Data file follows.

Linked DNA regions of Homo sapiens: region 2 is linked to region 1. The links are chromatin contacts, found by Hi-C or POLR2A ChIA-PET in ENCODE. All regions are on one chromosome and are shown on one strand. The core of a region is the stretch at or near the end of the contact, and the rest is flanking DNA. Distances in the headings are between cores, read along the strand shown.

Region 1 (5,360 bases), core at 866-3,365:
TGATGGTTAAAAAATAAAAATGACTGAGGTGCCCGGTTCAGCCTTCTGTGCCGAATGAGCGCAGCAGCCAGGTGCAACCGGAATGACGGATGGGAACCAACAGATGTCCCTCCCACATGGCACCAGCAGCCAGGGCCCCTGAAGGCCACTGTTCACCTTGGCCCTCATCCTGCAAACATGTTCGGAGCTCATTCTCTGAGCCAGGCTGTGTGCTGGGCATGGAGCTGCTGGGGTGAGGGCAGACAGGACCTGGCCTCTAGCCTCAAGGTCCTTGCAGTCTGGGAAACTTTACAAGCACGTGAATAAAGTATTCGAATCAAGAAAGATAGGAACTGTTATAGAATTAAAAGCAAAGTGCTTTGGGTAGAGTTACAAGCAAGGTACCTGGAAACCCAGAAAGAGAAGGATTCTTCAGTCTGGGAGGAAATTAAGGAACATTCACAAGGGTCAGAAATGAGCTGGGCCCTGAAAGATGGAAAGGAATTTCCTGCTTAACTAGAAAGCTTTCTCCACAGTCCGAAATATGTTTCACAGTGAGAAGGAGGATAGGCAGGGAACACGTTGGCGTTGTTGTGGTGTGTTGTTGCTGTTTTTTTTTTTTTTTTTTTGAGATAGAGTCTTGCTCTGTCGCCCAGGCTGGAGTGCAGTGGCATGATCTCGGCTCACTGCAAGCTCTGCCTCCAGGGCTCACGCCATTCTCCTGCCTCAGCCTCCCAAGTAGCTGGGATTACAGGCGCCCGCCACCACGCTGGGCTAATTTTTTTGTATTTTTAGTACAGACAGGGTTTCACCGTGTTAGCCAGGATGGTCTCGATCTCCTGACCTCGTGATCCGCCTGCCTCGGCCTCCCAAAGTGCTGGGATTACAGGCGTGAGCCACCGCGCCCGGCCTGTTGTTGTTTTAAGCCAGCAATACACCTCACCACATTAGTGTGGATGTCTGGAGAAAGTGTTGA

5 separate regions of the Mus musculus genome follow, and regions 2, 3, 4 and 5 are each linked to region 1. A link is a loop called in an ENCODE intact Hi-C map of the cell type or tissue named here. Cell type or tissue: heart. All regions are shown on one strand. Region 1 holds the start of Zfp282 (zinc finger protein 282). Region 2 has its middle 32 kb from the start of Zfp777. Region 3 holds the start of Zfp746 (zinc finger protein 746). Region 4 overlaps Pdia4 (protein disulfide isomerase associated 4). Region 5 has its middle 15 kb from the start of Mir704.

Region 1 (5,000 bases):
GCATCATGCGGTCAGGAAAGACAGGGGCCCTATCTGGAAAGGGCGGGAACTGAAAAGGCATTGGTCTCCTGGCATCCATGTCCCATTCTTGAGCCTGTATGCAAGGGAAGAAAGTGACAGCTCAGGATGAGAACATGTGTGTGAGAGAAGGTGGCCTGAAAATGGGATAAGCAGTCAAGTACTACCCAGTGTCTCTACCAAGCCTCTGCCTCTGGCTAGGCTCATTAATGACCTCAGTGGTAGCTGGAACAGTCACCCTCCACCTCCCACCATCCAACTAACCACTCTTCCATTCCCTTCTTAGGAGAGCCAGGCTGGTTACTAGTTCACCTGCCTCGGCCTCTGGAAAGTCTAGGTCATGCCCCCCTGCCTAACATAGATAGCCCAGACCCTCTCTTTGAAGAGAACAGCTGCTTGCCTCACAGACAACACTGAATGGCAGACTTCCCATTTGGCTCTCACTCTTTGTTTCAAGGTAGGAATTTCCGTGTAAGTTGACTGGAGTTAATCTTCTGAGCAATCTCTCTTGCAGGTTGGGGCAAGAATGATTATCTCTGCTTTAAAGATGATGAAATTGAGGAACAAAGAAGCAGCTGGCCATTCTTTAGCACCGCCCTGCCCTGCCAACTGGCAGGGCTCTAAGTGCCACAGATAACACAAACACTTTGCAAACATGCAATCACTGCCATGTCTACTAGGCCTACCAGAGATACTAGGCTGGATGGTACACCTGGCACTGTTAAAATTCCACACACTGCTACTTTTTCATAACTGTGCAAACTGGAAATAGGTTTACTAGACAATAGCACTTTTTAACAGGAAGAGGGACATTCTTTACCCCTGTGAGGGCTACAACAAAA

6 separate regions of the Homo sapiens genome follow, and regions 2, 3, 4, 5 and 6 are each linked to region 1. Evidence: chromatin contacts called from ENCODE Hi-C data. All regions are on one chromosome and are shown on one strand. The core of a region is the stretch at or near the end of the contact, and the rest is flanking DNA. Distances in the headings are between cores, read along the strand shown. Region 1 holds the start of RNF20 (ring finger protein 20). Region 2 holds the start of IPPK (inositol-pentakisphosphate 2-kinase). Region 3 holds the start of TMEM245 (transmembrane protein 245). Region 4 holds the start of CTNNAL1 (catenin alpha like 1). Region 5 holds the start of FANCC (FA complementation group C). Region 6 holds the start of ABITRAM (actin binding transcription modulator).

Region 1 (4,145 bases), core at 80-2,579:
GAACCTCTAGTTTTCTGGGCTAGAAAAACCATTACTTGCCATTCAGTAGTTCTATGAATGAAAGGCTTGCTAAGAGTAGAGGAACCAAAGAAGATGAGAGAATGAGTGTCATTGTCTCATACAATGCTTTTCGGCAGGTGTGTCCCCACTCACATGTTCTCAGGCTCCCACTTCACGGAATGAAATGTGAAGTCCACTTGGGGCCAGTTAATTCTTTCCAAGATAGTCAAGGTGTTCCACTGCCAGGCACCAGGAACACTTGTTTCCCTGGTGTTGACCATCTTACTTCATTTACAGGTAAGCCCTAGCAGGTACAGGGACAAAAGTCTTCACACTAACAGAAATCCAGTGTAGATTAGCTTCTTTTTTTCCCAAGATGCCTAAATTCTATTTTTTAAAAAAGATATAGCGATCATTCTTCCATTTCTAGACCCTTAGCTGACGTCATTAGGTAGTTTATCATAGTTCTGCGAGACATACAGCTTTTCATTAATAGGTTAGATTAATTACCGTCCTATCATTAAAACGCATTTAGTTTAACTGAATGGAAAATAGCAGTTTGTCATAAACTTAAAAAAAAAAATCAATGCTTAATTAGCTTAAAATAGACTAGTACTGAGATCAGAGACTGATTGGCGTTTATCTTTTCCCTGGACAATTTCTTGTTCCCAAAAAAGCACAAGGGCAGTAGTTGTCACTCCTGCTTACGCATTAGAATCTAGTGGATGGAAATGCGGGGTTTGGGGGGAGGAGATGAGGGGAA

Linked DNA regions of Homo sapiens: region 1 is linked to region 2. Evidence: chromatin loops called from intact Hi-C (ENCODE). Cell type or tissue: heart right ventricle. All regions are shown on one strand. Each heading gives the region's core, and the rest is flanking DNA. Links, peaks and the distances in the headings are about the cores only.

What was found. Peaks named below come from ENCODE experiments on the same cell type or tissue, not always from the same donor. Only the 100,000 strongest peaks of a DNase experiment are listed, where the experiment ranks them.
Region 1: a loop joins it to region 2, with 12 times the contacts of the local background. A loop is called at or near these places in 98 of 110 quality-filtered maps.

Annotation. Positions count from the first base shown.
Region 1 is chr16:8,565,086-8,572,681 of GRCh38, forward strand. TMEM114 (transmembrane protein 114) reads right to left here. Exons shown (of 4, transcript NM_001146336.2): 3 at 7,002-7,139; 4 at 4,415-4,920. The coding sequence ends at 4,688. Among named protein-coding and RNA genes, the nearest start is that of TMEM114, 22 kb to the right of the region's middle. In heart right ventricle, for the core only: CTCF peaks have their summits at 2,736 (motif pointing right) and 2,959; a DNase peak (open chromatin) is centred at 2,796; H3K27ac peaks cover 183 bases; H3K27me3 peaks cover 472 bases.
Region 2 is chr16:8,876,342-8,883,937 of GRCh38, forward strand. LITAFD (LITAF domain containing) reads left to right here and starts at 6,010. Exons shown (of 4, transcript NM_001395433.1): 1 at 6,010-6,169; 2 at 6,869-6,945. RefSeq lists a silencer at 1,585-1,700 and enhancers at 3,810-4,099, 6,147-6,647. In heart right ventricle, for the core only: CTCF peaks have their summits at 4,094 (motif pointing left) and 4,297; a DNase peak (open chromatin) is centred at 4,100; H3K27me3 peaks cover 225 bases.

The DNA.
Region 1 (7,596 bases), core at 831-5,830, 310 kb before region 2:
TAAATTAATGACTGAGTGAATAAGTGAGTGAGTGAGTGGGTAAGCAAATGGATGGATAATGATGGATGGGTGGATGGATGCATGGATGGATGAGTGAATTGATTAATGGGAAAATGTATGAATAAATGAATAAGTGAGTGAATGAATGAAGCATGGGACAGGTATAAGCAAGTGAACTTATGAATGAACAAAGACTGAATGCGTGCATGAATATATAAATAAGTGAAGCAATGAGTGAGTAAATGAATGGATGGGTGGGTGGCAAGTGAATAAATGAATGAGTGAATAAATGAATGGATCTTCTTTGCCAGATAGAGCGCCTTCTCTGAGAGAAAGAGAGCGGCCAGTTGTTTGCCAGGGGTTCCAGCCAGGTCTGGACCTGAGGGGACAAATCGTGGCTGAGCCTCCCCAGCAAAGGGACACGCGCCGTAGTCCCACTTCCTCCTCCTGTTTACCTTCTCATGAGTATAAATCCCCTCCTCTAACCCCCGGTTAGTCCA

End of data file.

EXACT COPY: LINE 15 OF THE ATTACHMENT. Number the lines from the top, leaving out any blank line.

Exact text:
Region 2 is chr16:8,876,342-8,883,937 of GRCh38, forward strand. LITAFD (LITAF domain containing) reads left to right here and starts at 6,010. Exons shown (of 4, transcript NM_001395433.1): 1 at 6,010-6,169; 2 at 6,869-6,945. RefSeq lists a silencer at 1,585-1,700 and enhancers at 3,810-4,099, 6,147-6,647. In heart right ventricle, for the core only: CTCF peaks have their summits at 4,094 (motif pointing left) and 4,297; a DNase peak (open chromatin) is centred at 4,100; H3K27me3 peaks cover 225 bases.